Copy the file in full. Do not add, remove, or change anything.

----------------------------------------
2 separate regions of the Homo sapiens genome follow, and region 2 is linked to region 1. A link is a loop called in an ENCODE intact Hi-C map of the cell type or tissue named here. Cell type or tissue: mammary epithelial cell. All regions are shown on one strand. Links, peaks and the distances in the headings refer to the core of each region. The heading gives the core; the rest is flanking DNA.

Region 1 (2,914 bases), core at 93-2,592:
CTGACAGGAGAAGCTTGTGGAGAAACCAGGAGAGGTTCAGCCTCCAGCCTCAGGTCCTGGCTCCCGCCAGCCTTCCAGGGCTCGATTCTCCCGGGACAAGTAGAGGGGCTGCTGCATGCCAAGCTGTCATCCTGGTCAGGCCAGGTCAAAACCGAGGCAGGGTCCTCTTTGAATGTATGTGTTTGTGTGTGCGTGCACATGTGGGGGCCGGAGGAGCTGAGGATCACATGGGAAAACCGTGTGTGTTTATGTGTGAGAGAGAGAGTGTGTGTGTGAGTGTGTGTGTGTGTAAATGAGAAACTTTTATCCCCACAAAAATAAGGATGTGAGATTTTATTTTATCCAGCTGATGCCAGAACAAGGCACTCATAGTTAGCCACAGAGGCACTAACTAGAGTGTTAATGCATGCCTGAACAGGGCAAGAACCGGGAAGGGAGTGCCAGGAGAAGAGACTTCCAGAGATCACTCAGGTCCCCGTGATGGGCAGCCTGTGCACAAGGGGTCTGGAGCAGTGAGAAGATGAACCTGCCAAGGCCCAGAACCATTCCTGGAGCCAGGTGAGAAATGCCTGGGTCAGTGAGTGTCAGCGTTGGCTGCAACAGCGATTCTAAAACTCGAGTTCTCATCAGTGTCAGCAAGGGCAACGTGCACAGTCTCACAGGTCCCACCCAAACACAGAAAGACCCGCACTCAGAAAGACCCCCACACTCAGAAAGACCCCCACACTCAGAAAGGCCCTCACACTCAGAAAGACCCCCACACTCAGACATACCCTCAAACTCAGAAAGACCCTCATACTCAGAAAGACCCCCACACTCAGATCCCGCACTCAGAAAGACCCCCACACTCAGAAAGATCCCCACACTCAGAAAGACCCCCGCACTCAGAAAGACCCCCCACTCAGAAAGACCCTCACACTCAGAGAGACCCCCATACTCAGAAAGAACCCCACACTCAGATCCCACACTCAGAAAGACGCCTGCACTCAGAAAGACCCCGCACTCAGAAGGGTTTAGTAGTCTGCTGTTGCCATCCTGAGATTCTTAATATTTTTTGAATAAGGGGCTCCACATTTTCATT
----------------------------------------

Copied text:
2 separate regions of the Homo sapiens genome follow, and region 2 is linked to region 1. A link is a loop called in an ENCODE intact Hi-C map of the cell type or tissue named here. Cell type or tissue: mammary epithelial cell. All regions are shown on one strand. Links, peaks and the distances in the headings refer to the core of each region. The heading gives the core; the rest is flanking DNA.

Region 1 (2,914 bases), core at 93-2,592:
CTGACAGGAGAAGCTTGTGGAGAAACCAGGAGAGGTTCAGCCTCCAGCCTCAGGTCCTGGCTCCCGCCAGCCTTCCAGGGCTCGATTCTCCCGGGACAAGTAGAGGGGCTGCTGCATGCCAAGCTGTCATCCTGGTCAGGCCAGGTCAAAACCGAGGCAGGGTCCTCTTTGAATGTATGTGTTTGTGTGTGCGTGCACATGTGGGGGCCGGAGGAGCTGAGGATCACATGGGAAAACCGTGTGTGTTTATGTGTGAGAGAGAGAGTGTGTGTGTGAGTGTGTGTGTGTGTAAATGAGAAACTTTTATCCCCACAAAAATAAGGATGTGAGATTTTATTTTATCCAGCTGATGCCAGAACAAGGCACTCATAGTTAGCCACAGAGGCACTAACTAGAGTGTTAATGCATGCCTGAACAGGGCAAGAACCGGGAAGGGAGTGCCAGGAGAAGAGACTTCCAGAGATCACTCAGGTCCCCGTGATGGGCAGCCTGTGCACAAGGGGTCTGGAGCAGTGAGAAGATGAACCTGCCAAGGCCCAGAACCATTCCTGGAGCCAGGTGAGAAATGCCTGGGTCAGTGAGTGTCAGCGTTGGCTGCAACAGCGATTCTAAAACTCGAGTTCTCATCAGTGTCAGCAAGGGCAACGTGCACAGTCTCACAGGTCCCACCCAAACACAGAAAGACCCGCACTCAGAAAGACCCCCACACTCAGAAAGACCCCCACACTCAGAAAGGCCCTCACACTCAGAAAGACCCCCACACTCAGACATACCCTCAAACTCAGAAAGACCCTCATACTCAGAAAGACCCCCACACTCAGATCCCGCACTCAGAAAGACCCCCACACTCAGAAAGATCCCCACACTCAGAAAGACCCCCGCACTCAGAAAGACCCCCCACTCAGAAAGACCCTCACACTCAGAGAGACCCCCATACTCAGAAAGAACCCCACACTCAGATCCCACACTCAGAAAGACGCCTGCACTCAGAAAGACCCCGCACTCAGAAGGGTTTAGTAGTCTGCTGTTGCCATCCTGAGATTCTTAATATTTTTTGAATAAGGGGCTCCACATTTTCATT